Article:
Politically Speaking: Clean Missouri proponents contend ballot initiative will cleanse the state
On the latest edition of Politically Speaking, St. Louis Public Radio’s Jason Rosenbaum welcomes Sean Soendker Nicholson, Sen. Rob Schaaf and former Sen. Jim Lembke to the program to talk about a ballot initiative known as “Clean Missouri.”
Clean Missouri is a multi-faceted ethics proposal that seeks to curb lobbyist-paid freebies, make it more difficult for lawmakers to become lobbyists, tweak campaign finance laws and, perhaps most notably, overhaul how state legislative districts are drawn.
Organizers turned in more than 300,000 signatures for Clean Missouri, making it likely that it will appear on the November ballot later this year. Some of the elements of the Clean Missouri proposal include:
- Barring food, entertainment and travel to lawmakers that lobbyists pay for.
- Setting up a two-year “revolving door” ban against legislators becoming lobbyists.
- Declaring the lawmakers’ emails are public records, which would make them obtainable through Sunshine law requests.
- Slightly lowering campaign donation limits for Senate and House candidates. It also makes it difficult for a large donor to set up multiple political action committees to get around limits.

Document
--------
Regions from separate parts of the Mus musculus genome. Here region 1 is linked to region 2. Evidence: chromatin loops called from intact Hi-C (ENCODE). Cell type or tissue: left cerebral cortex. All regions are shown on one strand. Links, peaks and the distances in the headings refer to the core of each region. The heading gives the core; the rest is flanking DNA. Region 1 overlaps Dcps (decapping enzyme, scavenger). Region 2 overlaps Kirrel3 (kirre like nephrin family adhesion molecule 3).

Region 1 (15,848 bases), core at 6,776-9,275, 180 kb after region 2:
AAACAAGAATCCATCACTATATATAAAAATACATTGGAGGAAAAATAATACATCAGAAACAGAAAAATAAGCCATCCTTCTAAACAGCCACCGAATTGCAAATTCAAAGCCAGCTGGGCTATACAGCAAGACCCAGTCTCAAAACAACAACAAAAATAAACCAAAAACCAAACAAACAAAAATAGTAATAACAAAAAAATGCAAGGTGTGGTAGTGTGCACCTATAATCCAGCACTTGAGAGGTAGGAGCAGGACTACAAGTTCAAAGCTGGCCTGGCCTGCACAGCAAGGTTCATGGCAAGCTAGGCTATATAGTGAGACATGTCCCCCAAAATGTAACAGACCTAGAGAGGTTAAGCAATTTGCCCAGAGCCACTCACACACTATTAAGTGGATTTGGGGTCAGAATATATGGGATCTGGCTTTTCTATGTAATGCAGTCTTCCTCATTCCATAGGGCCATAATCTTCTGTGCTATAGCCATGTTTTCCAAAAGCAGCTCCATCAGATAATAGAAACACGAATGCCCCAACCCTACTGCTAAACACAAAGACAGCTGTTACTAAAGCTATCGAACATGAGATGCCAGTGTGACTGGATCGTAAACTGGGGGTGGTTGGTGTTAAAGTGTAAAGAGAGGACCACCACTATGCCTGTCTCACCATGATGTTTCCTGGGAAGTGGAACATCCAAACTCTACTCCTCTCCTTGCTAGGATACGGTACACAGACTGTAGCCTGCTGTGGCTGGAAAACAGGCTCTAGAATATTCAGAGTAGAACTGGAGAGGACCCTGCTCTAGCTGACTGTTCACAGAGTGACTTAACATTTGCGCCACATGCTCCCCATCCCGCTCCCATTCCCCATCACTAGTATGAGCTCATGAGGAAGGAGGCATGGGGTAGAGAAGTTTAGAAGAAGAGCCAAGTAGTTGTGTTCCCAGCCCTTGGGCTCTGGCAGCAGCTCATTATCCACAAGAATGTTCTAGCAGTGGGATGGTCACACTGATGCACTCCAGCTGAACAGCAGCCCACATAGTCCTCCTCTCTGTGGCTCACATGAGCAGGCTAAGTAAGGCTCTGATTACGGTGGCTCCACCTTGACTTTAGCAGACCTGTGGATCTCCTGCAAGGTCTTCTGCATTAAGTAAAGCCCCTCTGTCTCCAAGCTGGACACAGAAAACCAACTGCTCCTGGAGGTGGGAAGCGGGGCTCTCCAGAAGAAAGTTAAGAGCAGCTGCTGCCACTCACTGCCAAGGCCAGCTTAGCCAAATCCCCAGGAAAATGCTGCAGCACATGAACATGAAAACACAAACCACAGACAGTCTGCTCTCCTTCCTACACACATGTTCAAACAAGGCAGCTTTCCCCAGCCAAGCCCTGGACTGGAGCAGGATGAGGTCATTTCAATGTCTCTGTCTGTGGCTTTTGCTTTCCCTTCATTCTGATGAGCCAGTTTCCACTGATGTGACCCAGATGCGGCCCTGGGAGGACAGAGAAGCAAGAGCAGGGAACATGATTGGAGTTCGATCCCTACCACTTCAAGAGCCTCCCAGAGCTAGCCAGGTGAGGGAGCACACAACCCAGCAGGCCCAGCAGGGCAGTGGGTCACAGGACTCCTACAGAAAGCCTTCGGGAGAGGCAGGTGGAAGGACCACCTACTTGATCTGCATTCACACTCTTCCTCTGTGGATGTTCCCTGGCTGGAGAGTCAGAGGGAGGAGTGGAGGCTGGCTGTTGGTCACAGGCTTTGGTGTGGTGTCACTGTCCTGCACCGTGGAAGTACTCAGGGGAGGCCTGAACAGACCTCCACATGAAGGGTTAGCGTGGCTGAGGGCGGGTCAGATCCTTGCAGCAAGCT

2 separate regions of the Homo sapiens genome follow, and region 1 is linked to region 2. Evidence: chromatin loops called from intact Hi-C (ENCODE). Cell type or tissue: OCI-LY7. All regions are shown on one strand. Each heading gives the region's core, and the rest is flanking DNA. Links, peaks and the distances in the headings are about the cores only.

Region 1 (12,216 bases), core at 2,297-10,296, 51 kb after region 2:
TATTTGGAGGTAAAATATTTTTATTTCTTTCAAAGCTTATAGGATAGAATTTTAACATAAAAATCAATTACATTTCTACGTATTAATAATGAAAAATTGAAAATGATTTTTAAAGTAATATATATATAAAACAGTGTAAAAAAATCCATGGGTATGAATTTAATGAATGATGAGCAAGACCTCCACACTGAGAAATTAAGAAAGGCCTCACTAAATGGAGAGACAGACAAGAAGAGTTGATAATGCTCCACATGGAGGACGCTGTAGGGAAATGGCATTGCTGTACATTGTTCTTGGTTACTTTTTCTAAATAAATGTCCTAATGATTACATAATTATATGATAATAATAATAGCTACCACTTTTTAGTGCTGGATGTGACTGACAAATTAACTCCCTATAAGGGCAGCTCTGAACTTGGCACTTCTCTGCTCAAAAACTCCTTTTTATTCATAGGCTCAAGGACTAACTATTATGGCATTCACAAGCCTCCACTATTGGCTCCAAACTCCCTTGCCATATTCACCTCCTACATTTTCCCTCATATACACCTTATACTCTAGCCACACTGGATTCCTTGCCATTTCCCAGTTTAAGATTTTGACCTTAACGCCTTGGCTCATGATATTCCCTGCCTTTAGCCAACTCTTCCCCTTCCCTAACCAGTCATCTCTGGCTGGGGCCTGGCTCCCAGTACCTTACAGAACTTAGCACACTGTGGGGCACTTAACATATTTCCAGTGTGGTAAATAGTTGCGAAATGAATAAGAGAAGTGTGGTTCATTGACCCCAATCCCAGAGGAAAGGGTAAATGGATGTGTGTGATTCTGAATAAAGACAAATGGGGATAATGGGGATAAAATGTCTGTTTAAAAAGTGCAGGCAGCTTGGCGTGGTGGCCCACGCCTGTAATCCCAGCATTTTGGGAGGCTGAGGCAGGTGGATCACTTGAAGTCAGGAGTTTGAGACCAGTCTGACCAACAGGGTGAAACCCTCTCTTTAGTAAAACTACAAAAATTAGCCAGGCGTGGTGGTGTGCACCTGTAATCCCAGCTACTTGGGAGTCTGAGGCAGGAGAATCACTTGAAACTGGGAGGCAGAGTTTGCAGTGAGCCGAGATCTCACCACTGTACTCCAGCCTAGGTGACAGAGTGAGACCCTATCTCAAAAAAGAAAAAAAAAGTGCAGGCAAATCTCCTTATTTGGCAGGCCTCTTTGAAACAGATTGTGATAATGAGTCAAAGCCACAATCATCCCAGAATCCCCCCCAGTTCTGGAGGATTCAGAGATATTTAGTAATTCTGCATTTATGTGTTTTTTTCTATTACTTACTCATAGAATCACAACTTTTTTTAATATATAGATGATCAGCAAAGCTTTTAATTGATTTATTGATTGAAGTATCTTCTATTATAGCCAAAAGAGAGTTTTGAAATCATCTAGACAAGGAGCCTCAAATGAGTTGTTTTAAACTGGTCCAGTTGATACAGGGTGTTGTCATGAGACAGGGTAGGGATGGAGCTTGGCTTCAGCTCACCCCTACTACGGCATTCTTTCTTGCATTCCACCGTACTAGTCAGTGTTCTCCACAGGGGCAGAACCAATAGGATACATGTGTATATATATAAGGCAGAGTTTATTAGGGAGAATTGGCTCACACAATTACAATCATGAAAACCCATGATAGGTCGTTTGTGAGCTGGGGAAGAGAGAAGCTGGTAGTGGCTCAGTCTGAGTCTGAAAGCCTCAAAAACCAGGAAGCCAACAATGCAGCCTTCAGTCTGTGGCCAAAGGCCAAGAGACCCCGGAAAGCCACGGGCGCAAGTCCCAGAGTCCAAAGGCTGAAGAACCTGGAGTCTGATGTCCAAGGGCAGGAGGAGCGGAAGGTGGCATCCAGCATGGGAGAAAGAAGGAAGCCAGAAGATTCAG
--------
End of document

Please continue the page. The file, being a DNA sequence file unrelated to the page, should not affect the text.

- Sets up a “nonpartisan demographer” to draw state legislative districts under specific criteria. Currently, bipartisan commissions are in charge of coming up with new Missouri General Assembly districts. Those commission could change the demographer’s suggestions if seven out of 10 members agree.
Most of the money for the initiative came from left-of-center organizations and labor unions. But the measure does have the support of conservative Republicans like Schaaf and Lembke, who contend it will go a long way toward overhauling how Missouri government works.
Follow Jason Rosenbaum on Twitter: @jrosenbaum
Follow Sean Soendker Nicholson on Twitter: @ssnich
Follow Rob Schaaf on Twitter: @robschaaf
Follow Jim Lembke on Twitter: @LembkeJim
Music: "The Sun is Shining" by Bob Marley